<pagequality level="3" user="Zoeannl" />style="background: #ececec; text-align: left; padding-left: 0.5em; font-weight: bold;" class="table-rh"the same way had He only taken the advice of Fourrier, the social order would have had no resemblance to that in which we are forced to breathe, live, and move. But since we are here—since in eo vivimus, movemur, et sumus—all we have to do is to study and make ourselves acquainted with the laws of the social order in which we find ourselves, especially if its amelioration depends essentially on our knowledge of these laws.
We cannot prevent the human heart from being the seat of insatiable desires.
We cannot so order it that these desires should be satisfied without labour.
We cannot so order it that man should not have as much repugnance to labour as desire for enjoyment.
We cannot so order it that from this organization there should not result a perpetual effort on the part of certain men to increase their own share of enjoyments at the expense of others; throwing over upon them, by force or cunning, the labour and exertion which are the necessary condition of such enjoyments being obtained.
It is not for us to go in the face of universal history, or stifle the voice of the past, which tells us that such has been the state of things from the beginning. We cannot deny that war, slavery, thraldom, priestcraft, government abuses, privileges, frauds of every kind, and monopolies, have been the incontestable and terrible manifestations of these two sentiments combined in the heart of man—desire of enjoyments, and repugnance to fatigue.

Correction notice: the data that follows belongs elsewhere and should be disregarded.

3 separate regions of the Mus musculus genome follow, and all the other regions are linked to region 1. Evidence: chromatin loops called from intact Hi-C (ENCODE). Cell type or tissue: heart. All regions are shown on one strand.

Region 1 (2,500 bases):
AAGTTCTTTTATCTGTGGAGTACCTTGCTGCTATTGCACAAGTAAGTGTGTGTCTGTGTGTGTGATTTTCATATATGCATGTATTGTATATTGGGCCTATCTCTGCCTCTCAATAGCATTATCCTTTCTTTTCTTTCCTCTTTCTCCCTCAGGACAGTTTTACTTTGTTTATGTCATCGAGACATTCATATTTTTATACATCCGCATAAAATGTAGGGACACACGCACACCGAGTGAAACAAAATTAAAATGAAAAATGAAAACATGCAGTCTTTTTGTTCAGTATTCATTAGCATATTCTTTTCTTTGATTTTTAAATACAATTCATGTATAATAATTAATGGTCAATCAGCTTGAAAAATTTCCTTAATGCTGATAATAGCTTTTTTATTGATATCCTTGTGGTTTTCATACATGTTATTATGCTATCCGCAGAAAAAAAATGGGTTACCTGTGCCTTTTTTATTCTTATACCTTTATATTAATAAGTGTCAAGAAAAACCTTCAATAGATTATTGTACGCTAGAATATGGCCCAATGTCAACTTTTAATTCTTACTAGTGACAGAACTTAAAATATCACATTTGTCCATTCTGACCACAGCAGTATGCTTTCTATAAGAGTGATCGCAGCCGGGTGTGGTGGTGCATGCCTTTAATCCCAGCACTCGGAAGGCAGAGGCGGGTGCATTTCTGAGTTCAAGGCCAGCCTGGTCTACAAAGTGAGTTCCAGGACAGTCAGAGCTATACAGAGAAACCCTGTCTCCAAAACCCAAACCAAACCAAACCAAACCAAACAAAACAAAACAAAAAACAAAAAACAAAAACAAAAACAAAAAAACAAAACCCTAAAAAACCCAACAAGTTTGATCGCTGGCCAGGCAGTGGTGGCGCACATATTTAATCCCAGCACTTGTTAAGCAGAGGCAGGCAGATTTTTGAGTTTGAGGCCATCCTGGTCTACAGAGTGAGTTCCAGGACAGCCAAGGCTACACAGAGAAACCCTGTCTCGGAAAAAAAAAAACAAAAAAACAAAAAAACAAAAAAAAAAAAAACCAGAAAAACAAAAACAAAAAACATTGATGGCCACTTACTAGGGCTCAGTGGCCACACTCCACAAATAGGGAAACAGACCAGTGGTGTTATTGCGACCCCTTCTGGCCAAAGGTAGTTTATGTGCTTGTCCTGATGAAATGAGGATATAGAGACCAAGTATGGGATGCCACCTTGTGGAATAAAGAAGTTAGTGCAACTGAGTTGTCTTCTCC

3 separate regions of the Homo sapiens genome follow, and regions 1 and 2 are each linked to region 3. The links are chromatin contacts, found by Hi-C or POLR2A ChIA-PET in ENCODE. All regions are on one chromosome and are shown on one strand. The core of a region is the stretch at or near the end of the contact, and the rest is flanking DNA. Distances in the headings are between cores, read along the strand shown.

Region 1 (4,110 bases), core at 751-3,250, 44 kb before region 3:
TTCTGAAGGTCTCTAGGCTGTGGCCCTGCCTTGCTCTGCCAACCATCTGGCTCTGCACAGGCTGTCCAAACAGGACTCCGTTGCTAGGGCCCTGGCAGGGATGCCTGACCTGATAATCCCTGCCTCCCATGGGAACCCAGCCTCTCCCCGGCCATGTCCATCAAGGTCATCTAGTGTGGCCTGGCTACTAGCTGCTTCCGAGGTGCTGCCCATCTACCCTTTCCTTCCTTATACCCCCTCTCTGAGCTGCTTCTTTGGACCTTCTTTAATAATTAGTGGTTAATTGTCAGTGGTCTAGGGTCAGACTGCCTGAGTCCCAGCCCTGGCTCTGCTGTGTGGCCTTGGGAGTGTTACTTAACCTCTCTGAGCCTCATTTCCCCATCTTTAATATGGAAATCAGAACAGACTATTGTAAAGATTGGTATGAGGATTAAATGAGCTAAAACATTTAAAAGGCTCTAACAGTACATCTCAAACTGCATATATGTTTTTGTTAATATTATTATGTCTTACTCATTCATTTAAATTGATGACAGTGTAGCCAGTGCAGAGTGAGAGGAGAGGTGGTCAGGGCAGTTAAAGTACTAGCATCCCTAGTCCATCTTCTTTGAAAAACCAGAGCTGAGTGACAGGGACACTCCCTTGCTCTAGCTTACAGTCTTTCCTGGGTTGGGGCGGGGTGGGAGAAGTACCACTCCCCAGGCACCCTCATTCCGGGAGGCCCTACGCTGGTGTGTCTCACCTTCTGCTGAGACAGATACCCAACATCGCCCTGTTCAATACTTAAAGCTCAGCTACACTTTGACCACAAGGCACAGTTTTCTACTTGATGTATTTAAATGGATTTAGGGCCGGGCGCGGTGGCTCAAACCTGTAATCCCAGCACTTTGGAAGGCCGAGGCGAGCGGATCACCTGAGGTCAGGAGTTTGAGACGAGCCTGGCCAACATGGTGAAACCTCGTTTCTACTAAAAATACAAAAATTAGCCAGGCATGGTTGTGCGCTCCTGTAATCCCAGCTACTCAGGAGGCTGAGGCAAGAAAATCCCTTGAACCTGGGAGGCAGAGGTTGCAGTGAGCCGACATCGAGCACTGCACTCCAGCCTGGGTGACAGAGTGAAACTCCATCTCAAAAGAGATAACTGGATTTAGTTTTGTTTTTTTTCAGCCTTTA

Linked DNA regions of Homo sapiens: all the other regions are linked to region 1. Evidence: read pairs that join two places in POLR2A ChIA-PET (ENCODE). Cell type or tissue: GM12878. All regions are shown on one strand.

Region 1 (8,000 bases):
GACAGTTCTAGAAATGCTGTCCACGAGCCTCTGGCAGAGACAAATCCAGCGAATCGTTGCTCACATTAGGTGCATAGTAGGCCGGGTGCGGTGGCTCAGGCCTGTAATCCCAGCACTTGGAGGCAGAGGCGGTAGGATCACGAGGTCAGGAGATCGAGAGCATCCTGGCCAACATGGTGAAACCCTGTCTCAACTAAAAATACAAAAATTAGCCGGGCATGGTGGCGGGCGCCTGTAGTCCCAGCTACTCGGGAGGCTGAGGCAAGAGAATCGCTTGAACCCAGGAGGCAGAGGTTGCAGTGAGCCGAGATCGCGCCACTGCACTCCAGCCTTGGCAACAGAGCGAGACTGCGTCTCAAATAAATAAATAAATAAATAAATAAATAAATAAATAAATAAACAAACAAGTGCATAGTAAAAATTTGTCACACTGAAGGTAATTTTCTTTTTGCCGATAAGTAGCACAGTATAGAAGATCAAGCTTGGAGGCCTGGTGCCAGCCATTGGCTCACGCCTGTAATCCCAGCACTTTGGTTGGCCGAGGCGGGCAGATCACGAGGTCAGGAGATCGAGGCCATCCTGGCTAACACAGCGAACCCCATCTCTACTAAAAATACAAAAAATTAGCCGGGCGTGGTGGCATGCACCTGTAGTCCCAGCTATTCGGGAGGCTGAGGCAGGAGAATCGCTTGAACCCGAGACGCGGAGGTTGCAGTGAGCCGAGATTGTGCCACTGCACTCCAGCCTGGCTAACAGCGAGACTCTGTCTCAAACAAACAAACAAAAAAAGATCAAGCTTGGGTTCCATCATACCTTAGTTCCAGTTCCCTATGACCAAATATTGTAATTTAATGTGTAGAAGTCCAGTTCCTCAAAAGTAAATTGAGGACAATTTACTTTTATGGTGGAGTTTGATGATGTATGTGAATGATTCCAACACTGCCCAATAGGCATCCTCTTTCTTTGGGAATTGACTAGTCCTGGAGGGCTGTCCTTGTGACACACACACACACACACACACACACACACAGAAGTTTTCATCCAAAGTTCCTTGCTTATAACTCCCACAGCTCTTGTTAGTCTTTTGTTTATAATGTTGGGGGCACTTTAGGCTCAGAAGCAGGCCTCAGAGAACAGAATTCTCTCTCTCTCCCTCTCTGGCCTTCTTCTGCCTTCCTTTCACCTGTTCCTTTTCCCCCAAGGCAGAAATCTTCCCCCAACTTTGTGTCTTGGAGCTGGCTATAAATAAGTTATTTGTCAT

In the sweat of thy face shall thou eat bread. Yes, but every one desires to have the greatest possible quantity of bread with the least possible amount of sweat. Such is the testimony of history.
But let us be thankful that history also shows us that the diffusion of enjoyments and of efforts has a tendency to become more and more equal among men.
Unless we shut our eyes to the light of the sun, we must admit that society has in this respect made progress.
If this be so, there must be in society a natural and providential force, a law which repels more and more the principle of dishonesty, and realizes more and more the principle of justice.